Facebook Researchers Used AI To Create A Universal Music Translator
Is Facebook pumping up the volume on what AI can mean to the future of music? You can decide after having a look at what Facebook AI Research scientists have been up to.
A number of sites including The Next Web have reported that they unveiled a neural network capable of translating music from one style, genre, and set of instruments to another.
You can check out their paper, “A Universal Music Translation Network” by authors Noam Mor, Lior Wolf, Adam Polyak, Yaniv Taigman, Facebook AI Research.
A video showing the authors’ supplementary audio samples lets you hear what they did with samples ranging from symphony, string quartet, to sounds of Africa, Elvis and Rihanna samples and even human whistling.
In one example, they said they converted the audio of a Mozart symphony performed by an orchestra to an audio in the style of a pianist playing Beethoven.
Basically, a neural network has been put to work to change the style of music. Listening to samples, one wonders what the AI process is like in figuring out how to carry the music from one work to another?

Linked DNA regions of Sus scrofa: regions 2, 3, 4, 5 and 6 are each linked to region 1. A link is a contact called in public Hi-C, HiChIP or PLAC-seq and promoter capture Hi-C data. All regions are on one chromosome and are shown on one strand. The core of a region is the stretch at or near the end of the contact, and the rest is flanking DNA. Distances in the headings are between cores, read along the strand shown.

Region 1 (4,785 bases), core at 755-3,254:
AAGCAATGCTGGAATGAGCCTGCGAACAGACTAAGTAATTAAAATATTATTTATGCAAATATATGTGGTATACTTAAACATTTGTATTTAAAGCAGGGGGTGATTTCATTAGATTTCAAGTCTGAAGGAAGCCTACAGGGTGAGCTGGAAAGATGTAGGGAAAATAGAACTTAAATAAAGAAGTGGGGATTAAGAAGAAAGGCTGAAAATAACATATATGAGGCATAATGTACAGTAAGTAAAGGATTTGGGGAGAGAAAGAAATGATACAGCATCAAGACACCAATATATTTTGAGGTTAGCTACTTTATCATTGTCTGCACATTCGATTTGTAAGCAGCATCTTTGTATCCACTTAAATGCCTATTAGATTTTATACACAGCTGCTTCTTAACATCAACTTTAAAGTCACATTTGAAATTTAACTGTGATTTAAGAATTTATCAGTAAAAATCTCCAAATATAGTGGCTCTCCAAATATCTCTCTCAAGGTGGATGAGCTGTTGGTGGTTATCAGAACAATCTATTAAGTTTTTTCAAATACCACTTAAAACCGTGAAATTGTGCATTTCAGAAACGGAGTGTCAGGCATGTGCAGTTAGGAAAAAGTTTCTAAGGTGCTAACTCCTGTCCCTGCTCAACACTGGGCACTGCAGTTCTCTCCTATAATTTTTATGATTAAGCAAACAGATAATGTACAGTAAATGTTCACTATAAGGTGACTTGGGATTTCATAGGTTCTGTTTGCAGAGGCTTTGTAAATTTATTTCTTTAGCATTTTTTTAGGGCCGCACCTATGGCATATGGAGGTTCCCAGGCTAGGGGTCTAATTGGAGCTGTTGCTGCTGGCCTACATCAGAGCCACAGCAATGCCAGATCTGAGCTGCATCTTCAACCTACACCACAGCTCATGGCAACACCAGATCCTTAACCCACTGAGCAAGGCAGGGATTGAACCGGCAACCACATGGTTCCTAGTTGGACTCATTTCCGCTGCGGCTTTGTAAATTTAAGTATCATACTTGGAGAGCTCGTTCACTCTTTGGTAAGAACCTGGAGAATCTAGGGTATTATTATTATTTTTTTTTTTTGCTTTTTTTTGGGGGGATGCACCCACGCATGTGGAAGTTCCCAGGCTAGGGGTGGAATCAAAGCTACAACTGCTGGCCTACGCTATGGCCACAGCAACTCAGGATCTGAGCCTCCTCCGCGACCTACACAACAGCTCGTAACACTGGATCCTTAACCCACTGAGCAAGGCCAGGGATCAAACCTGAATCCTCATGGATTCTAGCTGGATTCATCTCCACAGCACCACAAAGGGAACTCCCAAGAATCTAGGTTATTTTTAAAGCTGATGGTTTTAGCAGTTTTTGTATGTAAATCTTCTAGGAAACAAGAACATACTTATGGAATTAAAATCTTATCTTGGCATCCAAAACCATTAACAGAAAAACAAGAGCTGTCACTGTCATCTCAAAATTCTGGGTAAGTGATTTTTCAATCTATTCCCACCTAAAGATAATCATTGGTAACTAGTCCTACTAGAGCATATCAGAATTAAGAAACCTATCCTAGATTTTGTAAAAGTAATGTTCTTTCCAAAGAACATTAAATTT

Does it involve matched pitch? Memorizing musical notes? Greene said no, their approach is an “unsupervised learning method” using “high-level semantics interpretation.”
Greene added that you could say “it plays be ear.” The method is unsupervised, in that it does not rely on supervision in the form of matched samples between domains or musical transcriptions, said the team.
Greene also translated, explaining that this was “a complex method of auto-encoding that allows the network to process audio from inputs it’s never been trained on.”
In a bigger picture, one can mark the AI attempt to translate styles and instruments as another sure sign of an intersection being crossed between AI and music that can change our pejorative view of “machine” music as inferior and canned.
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